Corporate Worship: How the Church Gathers as God’s People | Matt Merker

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Merker, Matt. Corporate Worship: How the Church Gathers as God’s People. Wheaton, IL: Crossway, 2021. 176 pp. $14.99.

Understanding the true purpose of the gathering of believers in worship is a challenge for many evangelical churches today. As Matt Merker points out, knowing the reason of worship begins with discerning the purpose of the local church. He believes that “a biblical view of the local church informs all the practical aspects of putting a worship service together” (27). Thus, his book answers the questions of who gathers, why they gather, what they do when they gather, and how they structure their gatherings. Merker states that “corporate worship is the responsibility of every church member” (29), and he continues his emphasis on the responsibility of the worshiper throughout each chapter.

Chapter one poses the question of who is to gather for worship, which Merker answers as the local church “is an assembly of blood-bought, Spirit-filled worshipers who build one another up by God’s Word and affirm one another as citizens of Christ’s kingdom through the ordinances” (35). Further, he sees the local body of believers functioning as “An Outpost of the Kingdom of Heaven” (35), “A Holy Temple” (38), and “The Body of Christ” (41). In his second chapter, Merker inquires why believers must gather, and responds by stating that “a local church is an assembly” and if a church “never meets, it is no church at all” (46). In continuing to emphasize a biblical view of the local church, he additionally comments that meeting as a body “isn’t just something churches do. A meeting is, in part, what a church is. God has saved us as individuals to be a corporate assembly” (46). Lastly in addressing the question of why we gather, Merker’s third chapter answers why God gathers believers, and asserts that “God gathers us unto his glory, for our mutual good, before the world’s gaze” (61).

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Having answered the questions of why a church gathers, Merker addresses the questions of how a church gathers in his fourth and fifth chapters. He states in chapter four that “God, by his Word, governs what the local church should do when it gathers” (78), which he furthers by expounding on the purpose of the regulative principle of worship and the importance of applying it in worship practices. Chapter five focuses on liturgies, through which Merker considers specific elements and patterns of worship services. He provides a couple of sample liturgies in this chapter and lists even more in his Appendix.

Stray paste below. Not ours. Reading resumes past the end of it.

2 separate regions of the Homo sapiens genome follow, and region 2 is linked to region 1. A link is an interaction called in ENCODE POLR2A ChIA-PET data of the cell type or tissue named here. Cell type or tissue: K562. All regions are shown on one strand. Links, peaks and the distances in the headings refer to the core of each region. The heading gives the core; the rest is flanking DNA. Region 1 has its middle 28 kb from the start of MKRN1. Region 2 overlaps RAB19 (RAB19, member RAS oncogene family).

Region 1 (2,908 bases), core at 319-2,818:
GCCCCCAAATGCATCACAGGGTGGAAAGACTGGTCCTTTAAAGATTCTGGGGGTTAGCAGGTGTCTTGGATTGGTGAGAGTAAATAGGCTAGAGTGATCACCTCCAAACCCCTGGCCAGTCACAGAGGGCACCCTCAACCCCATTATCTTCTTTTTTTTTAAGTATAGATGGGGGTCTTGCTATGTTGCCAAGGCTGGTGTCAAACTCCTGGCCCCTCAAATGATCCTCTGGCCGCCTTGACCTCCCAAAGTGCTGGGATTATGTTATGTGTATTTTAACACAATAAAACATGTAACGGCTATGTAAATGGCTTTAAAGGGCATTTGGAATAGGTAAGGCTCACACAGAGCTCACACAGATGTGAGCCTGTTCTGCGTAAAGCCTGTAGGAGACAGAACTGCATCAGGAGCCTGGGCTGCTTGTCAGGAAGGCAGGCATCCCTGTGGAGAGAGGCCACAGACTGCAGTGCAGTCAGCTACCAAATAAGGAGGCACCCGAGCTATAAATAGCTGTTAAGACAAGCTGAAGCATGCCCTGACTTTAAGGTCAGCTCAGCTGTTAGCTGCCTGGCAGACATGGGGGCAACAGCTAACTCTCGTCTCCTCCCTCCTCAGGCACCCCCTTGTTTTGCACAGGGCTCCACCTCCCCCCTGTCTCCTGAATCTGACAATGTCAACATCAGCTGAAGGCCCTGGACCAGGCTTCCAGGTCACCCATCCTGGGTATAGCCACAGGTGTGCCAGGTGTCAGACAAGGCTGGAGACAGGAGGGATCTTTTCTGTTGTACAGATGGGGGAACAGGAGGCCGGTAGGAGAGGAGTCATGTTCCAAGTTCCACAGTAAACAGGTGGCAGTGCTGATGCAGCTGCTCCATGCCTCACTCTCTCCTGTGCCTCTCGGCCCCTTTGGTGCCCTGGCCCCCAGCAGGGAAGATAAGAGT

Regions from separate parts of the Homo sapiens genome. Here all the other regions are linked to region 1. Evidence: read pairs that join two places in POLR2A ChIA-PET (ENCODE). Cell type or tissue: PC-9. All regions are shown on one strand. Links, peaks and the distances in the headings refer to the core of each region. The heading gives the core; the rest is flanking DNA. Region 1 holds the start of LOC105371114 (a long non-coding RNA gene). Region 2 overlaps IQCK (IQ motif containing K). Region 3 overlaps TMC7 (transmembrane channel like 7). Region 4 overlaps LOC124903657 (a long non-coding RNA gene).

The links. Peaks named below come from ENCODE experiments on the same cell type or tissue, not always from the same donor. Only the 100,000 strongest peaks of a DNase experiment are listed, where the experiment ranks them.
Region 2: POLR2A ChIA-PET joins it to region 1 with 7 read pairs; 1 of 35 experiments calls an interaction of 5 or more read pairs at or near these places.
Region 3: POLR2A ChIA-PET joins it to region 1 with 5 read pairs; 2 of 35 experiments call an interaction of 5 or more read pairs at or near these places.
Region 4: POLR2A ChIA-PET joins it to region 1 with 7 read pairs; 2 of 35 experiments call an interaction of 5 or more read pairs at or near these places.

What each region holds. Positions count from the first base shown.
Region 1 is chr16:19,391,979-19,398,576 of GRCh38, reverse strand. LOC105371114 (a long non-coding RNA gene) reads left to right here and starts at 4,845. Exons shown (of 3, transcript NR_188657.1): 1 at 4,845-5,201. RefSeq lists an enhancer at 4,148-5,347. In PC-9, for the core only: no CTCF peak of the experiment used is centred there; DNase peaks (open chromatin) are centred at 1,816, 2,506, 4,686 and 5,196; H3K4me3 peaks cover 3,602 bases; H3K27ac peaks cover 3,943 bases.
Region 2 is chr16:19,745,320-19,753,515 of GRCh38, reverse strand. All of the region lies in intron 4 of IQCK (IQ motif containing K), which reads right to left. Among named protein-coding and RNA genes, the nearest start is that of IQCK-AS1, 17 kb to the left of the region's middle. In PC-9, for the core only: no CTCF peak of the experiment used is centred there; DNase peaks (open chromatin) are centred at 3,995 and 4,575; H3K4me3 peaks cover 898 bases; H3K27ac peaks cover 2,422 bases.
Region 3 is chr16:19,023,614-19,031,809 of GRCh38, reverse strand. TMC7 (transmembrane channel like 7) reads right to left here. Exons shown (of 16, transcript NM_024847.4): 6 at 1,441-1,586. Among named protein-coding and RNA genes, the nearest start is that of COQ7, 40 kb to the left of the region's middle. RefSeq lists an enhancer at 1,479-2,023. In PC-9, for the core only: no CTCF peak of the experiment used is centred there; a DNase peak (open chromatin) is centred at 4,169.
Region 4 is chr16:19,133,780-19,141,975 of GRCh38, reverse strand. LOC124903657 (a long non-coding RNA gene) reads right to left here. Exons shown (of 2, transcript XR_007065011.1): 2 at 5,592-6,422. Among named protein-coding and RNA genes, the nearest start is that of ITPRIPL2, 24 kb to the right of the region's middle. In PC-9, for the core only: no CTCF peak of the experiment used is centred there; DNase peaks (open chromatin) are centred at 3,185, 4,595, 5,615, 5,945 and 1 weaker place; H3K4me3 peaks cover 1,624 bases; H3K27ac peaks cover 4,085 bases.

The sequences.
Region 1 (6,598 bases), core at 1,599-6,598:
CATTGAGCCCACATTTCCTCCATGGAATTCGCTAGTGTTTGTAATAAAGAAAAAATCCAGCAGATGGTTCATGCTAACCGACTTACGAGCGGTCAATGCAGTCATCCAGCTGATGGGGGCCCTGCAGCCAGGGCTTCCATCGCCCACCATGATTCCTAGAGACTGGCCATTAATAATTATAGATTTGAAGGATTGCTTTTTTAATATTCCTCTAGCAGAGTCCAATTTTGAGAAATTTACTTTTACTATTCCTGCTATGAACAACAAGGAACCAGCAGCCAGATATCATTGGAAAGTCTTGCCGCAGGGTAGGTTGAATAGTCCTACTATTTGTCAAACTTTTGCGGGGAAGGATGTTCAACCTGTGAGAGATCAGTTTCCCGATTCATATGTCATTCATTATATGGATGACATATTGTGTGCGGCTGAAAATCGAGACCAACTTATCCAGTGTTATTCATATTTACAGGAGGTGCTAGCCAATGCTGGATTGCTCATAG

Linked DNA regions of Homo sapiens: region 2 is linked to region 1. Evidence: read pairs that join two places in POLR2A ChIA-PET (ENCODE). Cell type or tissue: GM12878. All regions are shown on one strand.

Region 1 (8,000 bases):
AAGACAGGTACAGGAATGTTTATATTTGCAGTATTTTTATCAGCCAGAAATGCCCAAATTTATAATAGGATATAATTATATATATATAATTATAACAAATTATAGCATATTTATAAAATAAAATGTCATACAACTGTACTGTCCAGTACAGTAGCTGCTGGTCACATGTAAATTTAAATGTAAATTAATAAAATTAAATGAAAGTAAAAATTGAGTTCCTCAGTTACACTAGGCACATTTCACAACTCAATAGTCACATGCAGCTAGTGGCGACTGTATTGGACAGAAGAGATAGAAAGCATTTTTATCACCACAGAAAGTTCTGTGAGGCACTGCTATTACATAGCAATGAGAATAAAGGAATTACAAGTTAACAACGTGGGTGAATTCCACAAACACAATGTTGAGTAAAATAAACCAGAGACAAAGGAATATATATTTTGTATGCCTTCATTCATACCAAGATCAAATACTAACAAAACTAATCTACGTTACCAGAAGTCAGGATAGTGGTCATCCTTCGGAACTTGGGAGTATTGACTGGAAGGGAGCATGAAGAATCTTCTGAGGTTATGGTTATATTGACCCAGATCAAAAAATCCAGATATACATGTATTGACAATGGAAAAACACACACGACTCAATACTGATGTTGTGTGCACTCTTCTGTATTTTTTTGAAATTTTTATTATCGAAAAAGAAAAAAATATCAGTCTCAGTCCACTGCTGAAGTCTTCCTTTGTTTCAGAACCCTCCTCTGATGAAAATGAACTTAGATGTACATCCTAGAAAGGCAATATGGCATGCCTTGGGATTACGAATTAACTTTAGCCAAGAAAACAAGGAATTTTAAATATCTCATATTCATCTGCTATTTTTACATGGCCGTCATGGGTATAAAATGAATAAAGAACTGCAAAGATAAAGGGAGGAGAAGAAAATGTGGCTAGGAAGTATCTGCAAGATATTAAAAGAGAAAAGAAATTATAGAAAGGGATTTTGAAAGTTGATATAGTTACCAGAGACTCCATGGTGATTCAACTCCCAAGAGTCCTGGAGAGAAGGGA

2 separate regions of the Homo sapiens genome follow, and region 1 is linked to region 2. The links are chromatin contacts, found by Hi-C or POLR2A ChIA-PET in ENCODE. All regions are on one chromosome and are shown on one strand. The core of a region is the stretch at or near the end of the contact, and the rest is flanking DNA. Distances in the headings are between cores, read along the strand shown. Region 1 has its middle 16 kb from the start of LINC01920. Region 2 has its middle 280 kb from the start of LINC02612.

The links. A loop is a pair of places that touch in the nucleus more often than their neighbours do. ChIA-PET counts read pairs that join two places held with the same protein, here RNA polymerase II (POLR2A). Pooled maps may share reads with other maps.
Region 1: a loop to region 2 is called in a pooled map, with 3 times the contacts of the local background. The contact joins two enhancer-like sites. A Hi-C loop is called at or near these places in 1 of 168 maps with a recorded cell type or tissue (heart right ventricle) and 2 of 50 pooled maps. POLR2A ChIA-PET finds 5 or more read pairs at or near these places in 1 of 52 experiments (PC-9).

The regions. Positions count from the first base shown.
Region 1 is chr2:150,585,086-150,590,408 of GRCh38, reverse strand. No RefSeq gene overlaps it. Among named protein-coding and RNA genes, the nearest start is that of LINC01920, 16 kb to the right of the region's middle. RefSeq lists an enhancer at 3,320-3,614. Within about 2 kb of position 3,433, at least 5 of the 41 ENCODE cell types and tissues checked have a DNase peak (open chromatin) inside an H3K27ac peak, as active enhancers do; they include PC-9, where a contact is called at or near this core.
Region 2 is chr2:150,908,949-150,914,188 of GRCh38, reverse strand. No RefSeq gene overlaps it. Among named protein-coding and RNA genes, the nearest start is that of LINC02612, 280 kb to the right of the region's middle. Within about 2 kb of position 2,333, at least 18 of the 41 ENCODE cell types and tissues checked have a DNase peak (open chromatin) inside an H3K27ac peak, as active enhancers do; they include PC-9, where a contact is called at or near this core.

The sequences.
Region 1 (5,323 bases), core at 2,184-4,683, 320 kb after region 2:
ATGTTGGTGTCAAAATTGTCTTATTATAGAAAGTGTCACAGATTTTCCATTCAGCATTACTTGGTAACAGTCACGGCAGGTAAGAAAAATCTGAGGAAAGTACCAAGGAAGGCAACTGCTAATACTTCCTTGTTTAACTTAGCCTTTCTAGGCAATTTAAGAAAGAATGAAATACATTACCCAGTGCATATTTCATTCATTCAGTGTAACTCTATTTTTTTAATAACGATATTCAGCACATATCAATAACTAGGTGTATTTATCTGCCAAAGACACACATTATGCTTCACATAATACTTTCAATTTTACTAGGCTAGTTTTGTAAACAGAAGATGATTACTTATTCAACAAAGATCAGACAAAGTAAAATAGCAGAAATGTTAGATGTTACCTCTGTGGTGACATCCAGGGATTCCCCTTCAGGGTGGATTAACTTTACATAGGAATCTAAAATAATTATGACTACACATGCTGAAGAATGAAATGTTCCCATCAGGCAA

Merker’s final two chapters answer the questions of how the church participates in the gathering and how congregational singing impacts the assembly. Both chapters include suggestions on how to incorporate all believers in different elements of the liturgy, about which Merker writes that the “various somebodies of the congregation unite into one body to receive and share the ministry of the Word, and the Spirit builds them up together into maturity” (130–31). As in previous chapters, Merker addresses the function of the local church and states that “a deep understanding of the local church is often what’s missing when churches don’t sing” (134).

Throughout his book, Merker quotes other worship writers and theologians, including Bryan Chapell, D. A. Carson, C. S. Lewis, and Marva Dawn, to name a few. Merker helpfully addresses the topic of corporate worship, focusing on biblical and liturgical traditions as discipleship-forming practices. He often provides illustrations from his own worship leading experiences, helping the reader to understand practical ways in which to employ the methods he addresses.

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In his discussion on liturgy in chapter five, however, Merker makes the statement that the “actual content of each element of the service matters more than the order in which they are arranged” (102). He later states that “if we care more about the order of service than the content of each element of the service, we may ironically end up neglecting the proclamation of the gospel” (103). Although Merker makes these statements, almost every liturgy example he cites follows a similar pattern, which includes a Call to Worship, Praise, Confession, Assurance, Opening of the Word, Response, Benediction. Merker seems to undermine his point that the order of the elements of the service does not matter by providing examples that all broadly follow the liturgical examples found in Scripture. Ultimately, his point is to care more for the content of the element rather than the placement of the element in the liturgy, but his argument could be stronger if he would eliminate this idea completely or provide more explanation on where liturgies are found in Scripture, thus regulating why biblical liturgies broadly follow the structure mentioned above.

Overall, Merker’s book would make a tremendous resource for evangelical churches wanting to understand and employ more reformed worship liturgies. Corporate Worship serves as a basic primer for instructing those that are unfamiliar with biblical worship practices. Merker rightly concludes “Who the church is shapes how it worships. And corporate worship, in turn, shapes the church” (151).

 

Kim Arnold

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